Davidson, N.

Forbes, G. W.

Kowarz, M. W.

M. W. Kowarz, "Energy constraints in optimum apodization problems," Opt. Commun. 110, 274-278 (1994).
[Crossref]

Larkin, K. G.

C. J. R. Sheppard and K. G. Larkin, "Optimal concentration of electromagnetic radiation," J. Mod. Opt. 41, 1495-1505 (1994).
[Crossref]

Luneburg, R. K.

R. K. Luneburg, Mathematical Theory of Optics (U. of California Press, 1964), pp. 386-395.

Mandel, L.

See, for example, L. Mandel and E. Wolf, Optical Coherence and Quantum Optics (Cambridge U. Press, 1995), pp. 109-127.

Moore, N. J.

N. J. Moore, M. A. Alonso, and C. J. R. Sheppard, "Monochromatic electromagnetic fields with maximum focal energy density" (submitted to J. Opt. Soc. Am. A ).

Saghafi, S.

C. J. R. Sheppard and S. Saghafi, "Beam modes beyond the paraxial approximation: a scalar treatment," Phys. Rev. A 57, 2971-2979 (1998).
[Crossref]

Santarsiero, M.

Sheppard, C. J. R.

C. J. R. Sheppard, "High-aperture beams," J. Opt. Soc. Am. A 18, 1579-1587 (2001).
[Crossref]

C. J. R. Sheppard and S. Saghafi, "Beam modes beyond the paraxial approximation: a scalar treatment," Phys. Rev. A 57, 2971-2979 (1998).
[Crossref]

C. J. R. Sheppard and K. G. Larkin, "Optimal concentration of electromagnetic radiation," J. Mod. Opt. 41, 1495-1505 (1994).
[Crossref]

N. J. Moore, M. A. Alonso, and C. J. R. Sheppard, "Monochromatic electromagnetic fields with maximum focal energy density" (submitted to J. Opt. Soc. Am. A ).

Wilkins, J. E.

Wolf, E.

See, for example, L. Mandel and E. Wolf, Optical Coherence and Quantum Optics (Cambridge U. Press, 1995), pp. 109-127.

Ann. Math. (1)

V. Bargmann, "Irreducible unitary representations of the Lorentz group," Ann. Math. 48, 568-640 (1947).
[Crossref]

J. Mod. Opt. (1)

C. J. R. Sheppard and K. G. Larkin, "Optimal concentration of electromagnetic radiation," J. Mod. Opt. 41, 1495-1505 (1994).
[Crossref]

J. Opt. Soc. Am. (2)

J. Opt. Soc. Am. A (5)

Opt. Acta (1)

I. M. Bassett, "Limit to concentration by focusing," Opt. Acta 33, 279-286 (1986).
[Crossref]

Opt. Commun. (1)

M. W. Kowarz, "Energy constraints in optimum apodization problems," Opt. Commun. 110, 274-278 (1994).
[Crossref]

Opt. Express (1)

Opt. Lett. (1)

Phys. Rev. A (1)

C. J. R. Sheppard and S. Saghafi, "Beam modes beyond the paraxial approximation: a scalar treatment," Phys. Rev. A 57, 2971-2979 (1998).
[Crossref]

Other (6)

R. K. Luneburg, Mathematical Theory of Optics (U. of California Press, 1964), pp. 386-395.

See, for example, L. Mandel and E. Wolf, Optical Coherence and Quantum Optics (Cambridge U. Press, 1995), pp. 109-127.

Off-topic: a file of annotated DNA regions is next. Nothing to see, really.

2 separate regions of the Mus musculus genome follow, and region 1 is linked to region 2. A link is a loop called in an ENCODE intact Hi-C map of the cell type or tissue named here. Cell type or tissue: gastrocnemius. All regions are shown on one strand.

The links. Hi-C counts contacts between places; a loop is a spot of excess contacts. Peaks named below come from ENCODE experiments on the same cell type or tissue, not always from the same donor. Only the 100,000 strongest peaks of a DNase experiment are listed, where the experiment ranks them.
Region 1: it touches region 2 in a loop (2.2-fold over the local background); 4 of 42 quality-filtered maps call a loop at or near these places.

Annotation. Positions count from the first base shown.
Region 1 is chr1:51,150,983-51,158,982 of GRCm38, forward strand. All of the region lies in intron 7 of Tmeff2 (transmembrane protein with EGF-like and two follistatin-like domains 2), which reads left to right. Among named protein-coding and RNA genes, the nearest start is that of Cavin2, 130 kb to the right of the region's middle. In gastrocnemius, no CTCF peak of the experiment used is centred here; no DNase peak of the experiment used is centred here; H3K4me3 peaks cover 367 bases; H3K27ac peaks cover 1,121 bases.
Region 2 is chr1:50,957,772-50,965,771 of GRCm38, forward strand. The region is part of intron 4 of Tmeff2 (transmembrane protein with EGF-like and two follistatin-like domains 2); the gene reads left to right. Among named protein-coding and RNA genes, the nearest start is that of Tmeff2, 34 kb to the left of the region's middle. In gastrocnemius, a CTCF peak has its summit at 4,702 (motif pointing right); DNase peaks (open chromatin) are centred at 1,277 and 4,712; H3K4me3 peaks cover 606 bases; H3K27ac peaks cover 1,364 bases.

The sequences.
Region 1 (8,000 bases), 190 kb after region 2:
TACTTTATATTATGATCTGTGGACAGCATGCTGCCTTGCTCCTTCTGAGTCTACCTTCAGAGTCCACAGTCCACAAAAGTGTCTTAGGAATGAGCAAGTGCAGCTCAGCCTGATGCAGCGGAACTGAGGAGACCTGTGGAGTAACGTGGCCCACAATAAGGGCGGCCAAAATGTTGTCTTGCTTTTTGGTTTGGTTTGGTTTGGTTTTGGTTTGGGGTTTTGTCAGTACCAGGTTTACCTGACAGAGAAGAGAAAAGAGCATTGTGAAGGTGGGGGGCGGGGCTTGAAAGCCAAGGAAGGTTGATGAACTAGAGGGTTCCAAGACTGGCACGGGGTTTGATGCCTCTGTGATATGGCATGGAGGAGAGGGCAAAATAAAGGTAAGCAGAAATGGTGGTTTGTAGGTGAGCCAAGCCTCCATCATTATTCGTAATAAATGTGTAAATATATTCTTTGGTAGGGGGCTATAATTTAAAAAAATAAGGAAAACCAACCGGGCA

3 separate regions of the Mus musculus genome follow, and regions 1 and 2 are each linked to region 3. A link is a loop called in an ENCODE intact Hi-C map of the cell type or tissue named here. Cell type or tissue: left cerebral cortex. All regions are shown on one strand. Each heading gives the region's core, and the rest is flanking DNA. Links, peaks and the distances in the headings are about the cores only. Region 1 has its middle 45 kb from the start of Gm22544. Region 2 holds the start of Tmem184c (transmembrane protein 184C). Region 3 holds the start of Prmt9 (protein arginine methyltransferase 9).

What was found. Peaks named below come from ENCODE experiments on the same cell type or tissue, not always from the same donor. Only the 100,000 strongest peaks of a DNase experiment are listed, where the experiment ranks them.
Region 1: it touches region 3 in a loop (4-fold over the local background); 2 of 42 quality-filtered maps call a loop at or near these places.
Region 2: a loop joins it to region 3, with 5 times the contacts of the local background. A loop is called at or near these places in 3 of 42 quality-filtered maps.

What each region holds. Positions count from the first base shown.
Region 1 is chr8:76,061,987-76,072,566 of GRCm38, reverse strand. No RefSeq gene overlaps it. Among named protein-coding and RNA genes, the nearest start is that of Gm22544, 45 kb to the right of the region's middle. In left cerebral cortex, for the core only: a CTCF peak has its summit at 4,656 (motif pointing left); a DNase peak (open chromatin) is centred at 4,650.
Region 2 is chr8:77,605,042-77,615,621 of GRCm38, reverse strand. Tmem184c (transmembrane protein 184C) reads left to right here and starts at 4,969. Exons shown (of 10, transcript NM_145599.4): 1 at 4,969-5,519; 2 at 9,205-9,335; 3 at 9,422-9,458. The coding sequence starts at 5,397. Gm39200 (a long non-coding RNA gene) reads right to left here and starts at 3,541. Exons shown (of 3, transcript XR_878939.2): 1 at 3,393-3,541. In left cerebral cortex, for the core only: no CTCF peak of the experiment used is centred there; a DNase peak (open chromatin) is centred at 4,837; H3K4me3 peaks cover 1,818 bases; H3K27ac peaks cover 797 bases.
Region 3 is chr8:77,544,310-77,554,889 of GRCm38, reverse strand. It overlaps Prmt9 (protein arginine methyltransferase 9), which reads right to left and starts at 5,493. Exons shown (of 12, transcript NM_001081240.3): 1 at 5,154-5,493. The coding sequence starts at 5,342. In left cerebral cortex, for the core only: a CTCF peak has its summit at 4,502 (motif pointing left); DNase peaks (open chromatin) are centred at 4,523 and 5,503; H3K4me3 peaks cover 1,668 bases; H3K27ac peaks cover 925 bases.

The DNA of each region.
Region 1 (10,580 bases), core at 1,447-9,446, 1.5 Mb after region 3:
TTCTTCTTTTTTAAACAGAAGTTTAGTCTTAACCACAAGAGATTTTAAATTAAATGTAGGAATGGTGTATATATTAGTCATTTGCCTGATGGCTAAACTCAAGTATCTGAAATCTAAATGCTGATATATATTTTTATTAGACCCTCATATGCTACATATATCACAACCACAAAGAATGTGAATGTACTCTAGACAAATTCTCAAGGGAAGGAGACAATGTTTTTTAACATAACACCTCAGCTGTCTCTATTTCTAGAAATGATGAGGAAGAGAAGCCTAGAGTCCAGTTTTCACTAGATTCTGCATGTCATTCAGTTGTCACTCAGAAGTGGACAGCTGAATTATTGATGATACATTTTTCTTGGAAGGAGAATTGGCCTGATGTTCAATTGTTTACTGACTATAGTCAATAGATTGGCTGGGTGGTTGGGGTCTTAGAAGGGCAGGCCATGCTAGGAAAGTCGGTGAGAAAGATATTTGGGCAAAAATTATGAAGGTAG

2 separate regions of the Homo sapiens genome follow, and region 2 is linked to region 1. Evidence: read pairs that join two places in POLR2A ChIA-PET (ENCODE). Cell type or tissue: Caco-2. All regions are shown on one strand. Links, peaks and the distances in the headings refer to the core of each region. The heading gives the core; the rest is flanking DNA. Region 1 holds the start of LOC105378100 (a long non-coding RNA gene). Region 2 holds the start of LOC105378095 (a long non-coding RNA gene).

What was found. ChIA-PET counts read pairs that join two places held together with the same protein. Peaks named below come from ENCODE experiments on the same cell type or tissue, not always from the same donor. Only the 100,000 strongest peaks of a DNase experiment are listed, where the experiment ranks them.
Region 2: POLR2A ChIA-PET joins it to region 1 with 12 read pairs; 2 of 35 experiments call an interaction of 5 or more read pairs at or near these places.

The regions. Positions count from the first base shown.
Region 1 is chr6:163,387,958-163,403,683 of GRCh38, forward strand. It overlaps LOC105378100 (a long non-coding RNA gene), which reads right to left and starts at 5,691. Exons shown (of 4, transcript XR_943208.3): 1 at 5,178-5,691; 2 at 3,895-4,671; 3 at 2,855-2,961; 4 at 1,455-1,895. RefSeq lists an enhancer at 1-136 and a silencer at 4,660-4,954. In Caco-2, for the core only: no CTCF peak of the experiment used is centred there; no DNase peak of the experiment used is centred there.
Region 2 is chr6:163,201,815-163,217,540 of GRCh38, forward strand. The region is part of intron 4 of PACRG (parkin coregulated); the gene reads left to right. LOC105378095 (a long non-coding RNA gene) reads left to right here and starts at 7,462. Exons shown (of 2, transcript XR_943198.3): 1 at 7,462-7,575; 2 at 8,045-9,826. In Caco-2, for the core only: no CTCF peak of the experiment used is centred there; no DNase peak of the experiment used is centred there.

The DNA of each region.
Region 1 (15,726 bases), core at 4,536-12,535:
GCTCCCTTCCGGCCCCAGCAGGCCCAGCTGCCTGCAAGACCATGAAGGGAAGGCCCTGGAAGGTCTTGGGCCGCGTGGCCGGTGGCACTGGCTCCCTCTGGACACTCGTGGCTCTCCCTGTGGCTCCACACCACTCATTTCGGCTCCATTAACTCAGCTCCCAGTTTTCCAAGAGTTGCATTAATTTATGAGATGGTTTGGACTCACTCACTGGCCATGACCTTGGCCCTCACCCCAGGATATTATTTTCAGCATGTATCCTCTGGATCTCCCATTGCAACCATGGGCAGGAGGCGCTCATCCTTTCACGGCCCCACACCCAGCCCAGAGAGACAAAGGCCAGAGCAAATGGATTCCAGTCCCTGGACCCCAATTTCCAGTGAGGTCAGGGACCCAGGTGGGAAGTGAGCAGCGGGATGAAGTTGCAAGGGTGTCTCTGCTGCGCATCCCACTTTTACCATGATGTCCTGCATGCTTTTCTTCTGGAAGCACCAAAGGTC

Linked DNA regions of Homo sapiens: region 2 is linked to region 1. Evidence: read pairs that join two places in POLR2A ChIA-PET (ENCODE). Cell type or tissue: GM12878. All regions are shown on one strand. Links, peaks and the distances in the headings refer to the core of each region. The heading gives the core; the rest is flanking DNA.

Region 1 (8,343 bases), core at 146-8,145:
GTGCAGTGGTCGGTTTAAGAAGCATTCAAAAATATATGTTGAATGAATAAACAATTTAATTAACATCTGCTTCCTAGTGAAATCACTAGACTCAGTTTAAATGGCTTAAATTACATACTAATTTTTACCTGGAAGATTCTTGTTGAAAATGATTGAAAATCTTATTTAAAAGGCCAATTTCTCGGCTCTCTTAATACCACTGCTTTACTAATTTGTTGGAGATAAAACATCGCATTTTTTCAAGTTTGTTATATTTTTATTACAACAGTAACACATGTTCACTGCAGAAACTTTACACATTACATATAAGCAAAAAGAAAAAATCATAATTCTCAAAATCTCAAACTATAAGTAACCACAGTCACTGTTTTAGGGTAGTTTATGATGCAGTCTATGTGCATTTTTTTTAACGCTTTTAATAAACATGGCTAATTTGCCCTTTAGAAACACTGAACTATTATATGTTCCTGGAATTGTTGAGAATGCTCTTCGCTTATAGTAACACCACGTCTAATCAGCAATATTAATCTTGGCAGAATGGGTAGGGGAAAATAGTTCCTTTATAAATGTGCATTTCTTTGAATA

It is sufficient to consider variations due to the complex conjugate of the angular spectrum as shown in Ref. .

Notice that Eqs. are consistent with this statement. Incidentally, from combining these equations, one can see that the Lagrange multiplier μ2 equals Δp/DR(2) in this case.

The fact that 2πα2/(β22−1)1/2 equals unity is consistent with Eqs. . In establishing this, one can find that μ2=tanΔθ/DR(2) by combining these equations.

This equality is consistent with Eqs. .

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Figures (7)

Fig. 1
Fig. 1

Geometric interpretation of the measure of angular spread Δ θ . The unit circle for 2D (left) or the unit sphere for 3D (right) is weighted by A ( u ) 2 . The measure Δ θ is the half-angle subtended at the center of the circle (sphere) by the perpendicular chord (plane) through the centroid. The distance from centroid to center is u z = cos Δ θ .

Fig. 2
Fig. 2

(a) Geometric interpretation of the measure of spatial spread D R ( 2 ) for 2D paraxial fields as the half-width of a rectangular distribution with the area equal to the field’s total power and height equal to the field’s irradiance at the focal plane. (b) Spatial spread D R ( 3 ) for 3D paraxial fields is the radius of a cylindrical distribution with the volume equal to the field’s total power and height equal to the field’s irradiance at the focal plane.

Fig. 3
Fig. 3

Irradiance U ( r ) 2 of the optimal 2D paraxial field, normalized at the focus, presented using the scaled coordinates ϵ 2 x and ϵ 2 2 z .

Fig. 4
Fig. 4

Irradiance U ( r ) 2 of an optimal 2D field for a given total power U 2 for (a) β 2 = 1.01 , (b) β 2 = 1.1 , and (c) β 2 = 2 . Note that the focal irradiance increases significantly as β 2 (and consequently the directional spread of the field) increases.

Fig. 5
Fig. 5